Saturday, September 20, 2014

Summer travels: Yamaga.

Legend has it that one night long ago, the Emperor of Japan stopped in the town of Yamaga in modern-day Kumamoto Prefecture. A thick fog rose from the Kikuchi River, blocking his vision, so the villagers emerged with lamps to guide him. Today the city commemorates this every year with the Yamaga Tourou Matsuri, or Lantern Festival. Women come together with paper lanterns carefully balanced on their heads and dance in a procession reminiscent of the one that welcomed the Emperor almost 2,000 years ago. The lanterns themselves are beautiful pieces of art, made only of paper and glue. Caroline and I took the 90-minute bus ride to Yamaga with a Japanese friend to enjoy this festival last month.

The festival is such an integral part of the local culture that even the street lights in Yamaga are shaped like lanterns.

We still had an hour or two before the dance procession would begin when we arrived, so we headed over to see another piece of Yamaga history: the Yachiyoza kabuki theater.

Yachiyoza, built 1910.

Yachiyoza was an entertainment hub in the '20s and '30s, but as television emerged in the mid-20th century its patronage began to dwindle and it was finally closed in the late '70s. The building was in such disrepair by the late '80s that it would have collapsed had the denizens of Yamaga not started a movement to repair the place. The building underwent extensive reconstruction and finally reopened in 2001 to much fanfare. Even today it's used for for kabuki plays, concerts, and school recitals.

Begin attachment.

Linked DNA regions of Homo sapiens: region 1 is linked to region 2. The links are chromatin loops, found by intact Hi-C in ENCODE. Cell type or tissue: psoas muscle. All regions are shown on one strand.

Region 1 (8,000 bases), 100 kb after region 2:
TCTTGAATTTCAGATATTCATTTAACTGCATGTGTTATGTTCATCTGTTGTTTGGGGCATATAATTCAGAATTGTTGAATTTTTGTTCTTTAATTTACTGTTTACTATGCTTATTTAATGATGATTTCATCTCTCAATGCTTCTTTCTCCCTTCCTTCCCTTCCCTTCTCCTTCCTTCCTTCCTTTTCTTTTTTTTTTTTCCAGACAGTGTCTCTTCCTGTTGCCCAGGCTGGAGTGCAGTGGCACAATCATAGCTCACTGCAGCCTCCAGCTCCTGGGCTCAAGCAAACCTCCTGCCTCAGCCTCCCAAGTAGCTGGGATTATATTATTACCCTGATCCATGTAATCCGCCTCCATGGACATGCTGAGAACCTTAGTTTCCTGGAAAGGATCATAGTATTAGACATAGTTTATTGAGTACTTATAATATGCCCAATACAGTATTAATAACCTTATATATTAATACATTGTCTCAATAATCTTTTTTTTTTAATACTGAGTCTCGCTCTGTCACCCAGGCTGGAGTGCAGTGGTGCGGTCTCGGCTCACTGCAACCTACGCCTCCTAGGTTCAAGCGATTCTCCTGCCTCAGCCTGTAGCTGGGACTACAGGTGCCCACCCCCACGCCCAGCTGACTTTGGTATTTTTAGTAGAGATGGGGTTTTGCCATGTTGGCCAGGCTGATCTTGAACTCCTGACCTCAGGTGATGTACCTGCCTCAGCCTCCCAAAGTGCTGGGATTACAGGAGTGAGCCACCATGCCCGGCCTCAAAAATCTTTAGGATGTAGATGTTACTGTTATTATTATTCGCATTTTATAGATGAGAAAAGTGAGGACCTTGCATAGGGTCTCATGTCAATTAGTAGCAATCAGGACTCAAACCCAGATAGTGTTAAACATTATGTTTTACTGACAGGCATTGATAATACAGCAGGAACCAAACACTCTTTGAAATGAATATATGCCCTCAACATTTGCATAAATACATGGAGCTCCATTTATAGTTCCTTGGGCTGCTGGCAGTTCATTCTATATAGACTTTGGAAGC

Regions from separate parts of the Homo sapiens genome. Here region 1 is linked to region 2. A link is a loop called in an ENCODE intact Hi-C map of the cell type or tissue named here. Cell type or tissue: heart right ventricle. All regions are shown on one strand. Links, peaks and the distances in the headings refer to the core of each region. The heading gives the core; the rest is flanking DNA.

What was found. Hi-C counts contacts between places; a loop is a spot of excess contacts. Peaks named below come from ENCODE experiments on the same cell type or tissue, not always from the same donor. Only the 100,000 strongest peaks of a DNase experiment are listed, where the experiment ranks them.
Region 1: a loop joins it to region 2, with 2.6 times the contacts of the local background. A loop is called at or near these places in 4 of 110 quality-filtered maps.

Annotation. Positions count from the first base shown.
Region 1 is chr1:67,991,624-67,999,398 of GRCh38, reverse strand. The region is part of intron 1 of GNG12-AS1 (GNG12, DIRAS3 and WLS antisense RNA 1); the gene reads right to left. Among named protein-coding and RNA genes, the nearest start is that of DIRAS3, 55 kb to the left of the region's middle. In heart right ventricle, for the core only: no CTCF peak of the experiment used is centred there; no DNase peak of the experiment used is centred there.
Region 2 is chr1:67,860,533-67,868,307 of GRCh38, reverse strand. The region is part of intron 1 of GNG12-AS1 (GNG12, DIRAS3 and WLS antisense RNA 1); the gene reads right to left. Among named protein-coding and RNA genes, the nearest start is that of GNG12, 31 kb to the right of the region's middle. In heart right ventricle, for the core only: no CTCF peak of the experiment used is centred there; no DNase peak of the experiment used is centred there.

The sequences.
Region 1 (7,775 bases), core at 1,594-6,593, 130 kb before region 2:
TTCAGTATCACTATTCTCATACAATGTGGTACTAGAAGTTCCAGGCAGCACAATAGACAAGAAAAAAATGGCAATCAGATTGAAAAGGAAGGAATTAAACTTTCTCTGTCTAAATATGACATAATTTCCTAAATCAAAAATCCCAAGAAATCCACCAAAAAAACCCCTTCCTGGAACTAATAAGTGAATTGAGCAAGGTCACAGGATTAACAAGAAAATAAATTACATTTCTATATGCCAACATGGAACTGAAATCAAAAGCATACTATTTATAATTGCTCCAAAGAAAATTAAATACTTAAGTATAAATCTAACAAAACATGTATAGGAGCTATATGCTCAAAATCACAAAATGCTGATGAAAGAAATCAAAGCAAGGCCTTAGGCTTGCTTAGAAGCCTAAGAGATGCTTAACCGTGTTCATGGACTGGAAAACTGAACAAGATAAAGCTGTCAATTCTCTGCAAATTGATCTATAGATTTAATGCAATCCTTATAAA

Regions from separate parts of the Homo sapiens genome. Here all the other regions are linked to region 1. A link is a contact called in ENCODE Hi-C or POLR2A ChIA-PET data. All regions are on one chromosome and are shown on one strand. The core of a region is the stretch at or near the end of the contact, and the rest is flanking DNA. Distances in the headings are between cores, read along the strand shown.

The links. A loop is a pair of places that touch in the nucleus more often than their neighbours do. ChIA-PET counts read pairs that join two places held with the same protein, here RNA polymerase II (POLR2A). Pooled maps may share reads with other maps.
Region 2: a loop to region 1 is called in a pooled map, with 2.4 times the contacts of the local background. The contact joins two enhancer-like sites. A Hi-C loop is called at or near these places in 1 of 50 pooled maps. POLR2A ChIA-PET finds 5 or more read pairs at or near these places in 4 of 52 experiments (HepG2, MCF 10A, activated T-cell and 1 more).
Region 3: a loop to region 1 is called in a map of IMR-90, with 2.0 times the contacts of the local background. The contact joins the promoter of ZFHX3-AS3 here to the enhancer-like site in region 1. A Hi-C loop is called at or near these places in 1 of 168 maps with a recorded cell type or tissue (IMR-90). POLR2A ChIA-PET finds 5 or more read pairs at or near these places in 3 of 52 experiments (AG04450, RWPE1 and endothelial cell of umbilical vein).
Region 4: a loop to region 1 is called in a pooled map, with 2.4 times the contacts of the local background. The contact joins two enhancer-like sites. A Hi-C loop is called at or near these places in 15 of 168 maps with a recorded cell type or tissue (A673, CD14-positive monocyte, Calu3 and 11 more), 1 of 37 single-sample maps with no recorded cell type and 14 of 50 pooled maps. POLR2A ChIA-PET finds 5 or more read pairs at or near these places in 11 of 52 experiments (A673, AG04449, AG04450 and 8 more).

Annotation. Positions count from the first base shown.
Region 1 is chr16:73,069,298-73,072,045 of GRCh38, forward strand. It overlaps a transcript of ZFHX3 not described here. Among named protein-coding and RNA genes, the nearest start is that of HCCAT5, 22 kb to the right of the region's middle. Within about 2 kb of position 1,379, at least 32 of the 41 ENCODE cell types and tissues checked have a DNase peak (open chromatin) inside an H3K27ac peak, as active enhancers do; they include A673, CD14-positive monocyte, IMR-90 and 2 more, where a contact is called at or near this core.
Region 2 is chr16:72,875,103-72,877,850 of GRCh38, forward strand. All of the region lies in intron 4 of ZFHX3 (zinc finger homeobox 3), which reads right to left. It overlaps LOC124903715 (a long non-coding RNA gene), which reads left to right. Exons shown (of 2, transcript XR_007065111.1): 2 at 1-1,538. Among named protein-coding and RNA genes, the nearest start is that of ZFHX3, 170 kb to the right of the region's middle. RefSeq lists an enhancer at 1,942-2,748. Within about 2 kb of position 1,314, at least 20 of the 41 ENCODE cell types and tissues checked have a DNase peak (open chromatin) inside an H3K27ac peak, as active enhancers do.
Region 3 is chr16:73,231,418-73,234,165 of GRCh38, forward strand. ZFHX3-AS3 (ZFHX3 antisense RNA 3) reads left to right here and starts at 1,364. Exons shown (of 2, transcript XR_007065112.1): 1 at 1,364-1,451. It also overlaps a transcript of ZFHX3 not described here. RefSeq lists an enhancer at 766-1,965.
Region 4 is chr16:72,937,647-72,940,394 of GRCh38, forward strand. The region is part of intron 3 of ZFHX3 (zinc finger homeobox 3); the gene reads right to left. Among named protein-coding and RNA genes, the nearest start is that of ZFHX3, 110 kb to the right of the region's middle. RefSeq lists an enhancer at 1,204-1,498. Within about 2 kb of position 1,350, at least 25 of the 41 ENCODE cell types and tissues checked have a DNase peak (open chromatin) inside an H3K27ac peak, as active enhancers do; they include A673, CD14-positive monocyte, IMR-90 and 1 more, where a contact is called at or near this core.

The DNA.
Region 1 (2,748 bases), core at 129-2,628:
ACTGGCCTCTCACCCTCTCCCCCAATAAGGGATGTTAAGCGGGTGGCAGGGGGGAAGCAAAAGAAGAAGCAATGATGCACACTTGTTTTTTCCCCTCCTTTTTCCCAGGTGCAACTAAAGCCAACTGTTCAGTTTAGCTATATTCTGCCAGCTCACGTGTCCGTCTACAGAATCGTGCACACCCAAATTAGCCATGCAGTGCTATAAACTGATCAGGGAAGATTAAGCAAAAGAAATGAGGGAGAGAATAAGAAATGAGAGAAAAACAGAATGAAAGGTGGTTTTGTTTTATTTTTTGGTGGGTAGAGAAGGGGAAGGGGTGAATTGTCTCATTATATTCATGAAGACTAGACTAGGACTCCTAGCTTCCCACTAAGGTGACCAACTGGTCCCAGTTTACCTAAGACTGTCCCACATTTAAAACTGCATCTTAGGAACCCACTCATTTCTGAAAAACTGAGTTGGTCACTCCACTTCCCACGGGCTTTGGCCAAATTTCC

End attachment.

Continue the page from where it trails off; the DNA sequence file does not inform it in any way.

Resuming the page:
Inside Yachiyoza.

The ceiling of the theater, covered in vintage advertisements.

Rotation mechanism under the stage.

The day we visited was a bit drizzly, so the taiko (Japanese drumming) performance that was set to be held outdoors was moved into Yachiyoza. If you've never heard taiko, I highly recommend it--just maybe not if you have a headache. The drums are massive; put six or seven on a stage and they could give a Midwestern thunderstorm a run for its money. It's an adrenaline rush and the agile performances are amazing to watch. The drummers were of all ages; my favorite was watching an older gentleman and a probably high-school-aged girl next to each other, both drumming their hearts out. Oh, and every time a piece of dust or debris was dislodged from the ceiling, which was often.

DON-don-DON-don-DON-don-DON-DON!

By the time the performance was over it was time for the dance to begin. We were able to catch some of the youngest dancers on their way in to the big shrine at the center of town.

Dancers in procession.

Here's a short video of the dancers in action:


After the dance the fireworks show was set to begin, so we bought some matcha (green tea)-flavored shaved ice and moseyed on down close to the river to watch.

They lasted for a whole hour.

The fireworks were splendid to watch, but by the end of the show we were all pretty exhausted. We worked our way through the crowds back to our bus stop and nearly fell asleep on our way back to Kumamoto City.